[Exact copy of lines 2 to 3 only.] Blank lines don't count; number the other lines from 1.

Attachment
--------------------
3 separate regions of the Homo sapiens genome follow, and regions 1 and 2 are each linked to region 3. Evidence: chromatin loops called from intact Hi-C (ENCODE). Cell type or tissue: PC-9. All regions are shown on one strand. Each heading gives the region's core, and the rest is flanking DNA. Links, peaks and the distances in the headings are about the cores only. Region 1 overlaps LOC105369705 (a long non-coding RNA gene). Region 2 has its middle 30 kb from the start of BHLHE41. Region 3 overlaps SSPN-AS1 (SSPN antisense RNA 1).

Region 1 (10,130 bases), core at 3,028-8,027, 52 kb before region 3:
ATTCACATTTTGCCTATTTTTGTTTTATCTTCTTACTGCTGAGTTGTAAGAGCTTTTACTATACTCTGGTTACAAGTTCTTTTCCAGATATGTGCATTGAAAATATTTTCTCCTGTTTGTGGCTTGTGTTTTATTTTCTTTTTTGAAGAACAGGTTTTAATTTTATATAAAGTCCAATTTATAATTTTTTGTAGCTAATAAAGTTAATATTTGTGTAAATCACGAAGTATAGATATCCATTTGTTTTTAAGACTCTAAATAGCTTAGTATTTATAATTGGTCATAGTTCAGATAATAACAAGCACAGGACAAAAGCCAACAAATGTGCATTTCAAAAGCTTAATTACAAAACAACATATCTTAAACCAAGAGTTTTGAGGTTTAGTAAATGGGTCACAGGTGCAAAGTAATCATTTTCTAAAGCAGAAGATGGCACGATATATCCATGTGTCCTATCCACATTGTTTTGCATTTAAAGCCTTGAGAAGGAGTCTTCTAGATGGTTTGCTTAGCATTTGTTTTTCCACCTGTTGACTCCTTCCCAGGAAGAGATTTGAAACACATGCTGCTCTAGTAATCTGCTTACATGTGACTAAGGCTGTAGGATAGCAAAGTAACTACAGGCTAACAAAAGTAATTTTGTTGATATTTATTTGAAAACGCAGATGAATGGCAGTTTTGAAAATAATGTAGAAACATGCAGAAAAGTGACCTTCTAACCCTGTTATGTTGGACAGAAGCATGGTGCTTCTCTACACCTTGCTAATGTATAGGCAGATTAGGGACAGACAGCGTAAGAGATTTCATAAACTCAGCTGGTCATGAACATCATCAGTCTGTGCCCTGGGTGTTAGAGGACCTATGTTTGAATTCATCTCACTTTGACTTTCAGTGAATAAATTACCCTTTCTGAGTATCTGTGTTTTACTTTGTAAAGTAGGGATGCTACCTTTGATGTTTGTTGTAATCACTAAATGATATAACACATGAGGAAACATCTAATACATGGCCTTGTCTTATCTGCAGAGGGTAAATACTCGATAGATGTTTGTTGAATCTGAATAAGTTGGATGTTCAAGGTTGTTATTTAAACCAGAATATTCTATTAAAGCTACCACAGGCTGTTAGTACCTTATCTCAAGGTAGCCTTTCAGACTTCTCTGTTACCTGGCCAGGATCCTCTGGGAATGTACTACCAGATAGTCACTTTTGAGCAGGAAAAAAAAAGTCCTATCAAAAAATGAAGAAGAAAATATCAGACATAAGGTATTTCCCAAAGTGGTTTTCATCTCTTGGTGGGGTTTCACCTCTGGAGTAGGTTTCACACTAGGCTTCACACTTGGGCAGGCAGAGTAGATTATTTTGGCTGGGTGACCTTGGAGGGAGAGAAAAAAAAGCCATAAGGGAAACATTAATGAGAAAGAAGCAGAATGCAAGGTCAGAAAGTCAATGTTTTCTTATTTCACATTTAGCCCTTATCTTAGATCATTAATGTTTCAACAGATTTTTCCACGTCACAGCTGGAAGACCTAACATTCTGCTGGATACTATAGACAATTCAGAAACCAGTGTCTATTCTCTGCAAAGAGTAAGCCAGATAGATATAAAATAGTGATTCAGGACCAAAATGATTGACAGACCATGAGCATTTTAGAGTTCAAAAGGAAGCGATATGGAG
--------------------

Region 1 (10,130 bases), core at 3,028-8,027, 52 kb before region 3:
ATTCACATTTTGCCTATTTTTGTTTTATCTTCTTACTGCTGAGTTGTAAGAGCTTTTACTATACTCTGGTTACAAGTTCTTTTCCAGATATGTGCATTGAAAATATTTTCTCCTGTTTGTGGCTTGTGTTTTATTTTCTTTTTTGAAGAACAGGTTTTAATTTTATATAAAGTCCAATTTATAATTTTTTGTAGCTAATAAAGTTAATATTTGTGTAAATCACGAAGTATAGATATCCATTTGTTTTTAAGACTCTAAATAGCTTAGTATTTATAATTGGTCATAGTTCAGATAATAACAAGCACAGGACAAAAGCCAACAAATGTGCATTTCAAAAGCTTAATTACAAAACAACATATCTTAAACCAAGAGTTTTGAGGTTTAGTAAATGGGTCACAGGTGCAAAGTAATCATTTTCTAAAGCAGAAGATGGCACGATATATCCATGTGTCCTATCCACATTGTTTTGCATTTAAAGCCTTGAGAAGGAGTCTTCTAGATGGTTTGCTTAGCATTTGTTTTTCCACCTGTTGACTCCTTCCCAGGAAGAGATTTGAAACACATGCTGCTCTAGTAATCTGCTTACATGTGACTAAGGCTGTAGGATAGCAAAGTAACTACAGGCTAACAAAAGTAATTTTGTTGATATTTATTTGAAAACGCAGATGAATGGCAGTTTTGAAAATAATGTAGAAACATGCAGAAAAGTGACCTTCTAACCCTGTTATGTTGGACAGAAGCATGGTGCTTCTCTACACCTTGCTAATGTATAGGCAGATTAGGGACAGACAGCGTAAGAGATTTCATAAACTCAGCTGGTCATGAACATCATCAGTCTGTGCCCTGGGTGTTAGAGGACCTATGTTTGAATTCATCTCACTTTGACTTTCAGTGAATAAATTACCCTTTCTGAGTATCTGTGTTTTACTTTGTAAAGTAGGGATGCTACCTTTGATGTTTGTTGTAATCACTAAATGATATAACACATGAGGAAACATCTAATACATGGCCTTGTCTTATCTGCAGAGGGTAAATACTCGATAGATGTTTGTTGAATCTGAATAAGTTGGATGTTCAAGGTTGTTATTTAAACCAGAATATTCTATTAAAGCTACCACAGGCTGTTAGTACCTTATCTCAAGGTAGCCTTTCAGACTTCTCTGTTACCTGGCCAGGATCCTCTGGGAATGTACTACCAGATAGTCACTTTTGAGCAGGAAAAAAAAAGTCCTATCAAAAAATGAAGAAGAAAATATCAGACATAAGGTATTTCCCAAAGTGGTTTTCATCTCTTGGTGGGGTTTCACCTCTGGAGTAGGTTTCACACTAGGCTTCACACTTGGGCAGGCAGAGTAGATTATTTTGGCTGGGTGACCTTGGAGGGAGAGAAAAAAAAGCCATAAGGGAAACATTAATGAGAAAGAAGCAGAATGCAAGGTCAGAAAGTCAATGTTTTCTTATTTCACATTTAGCCCTTATCTTAGATCATTAATGTTTCAACAGATTTTTCCACGTCACAGCTGGAAGACCTAACATTCTGCTGGATACTATAGACAATTCAGAAACCAGTGTCTATTCTCTGCAAAGAGTAAGCCAGATAGATATAAAATAGTGATTCAGGACCAAAATGATTGACAGACCATGAGCATTTTAGAGTTCAAAAGGAAGCGATATGGAG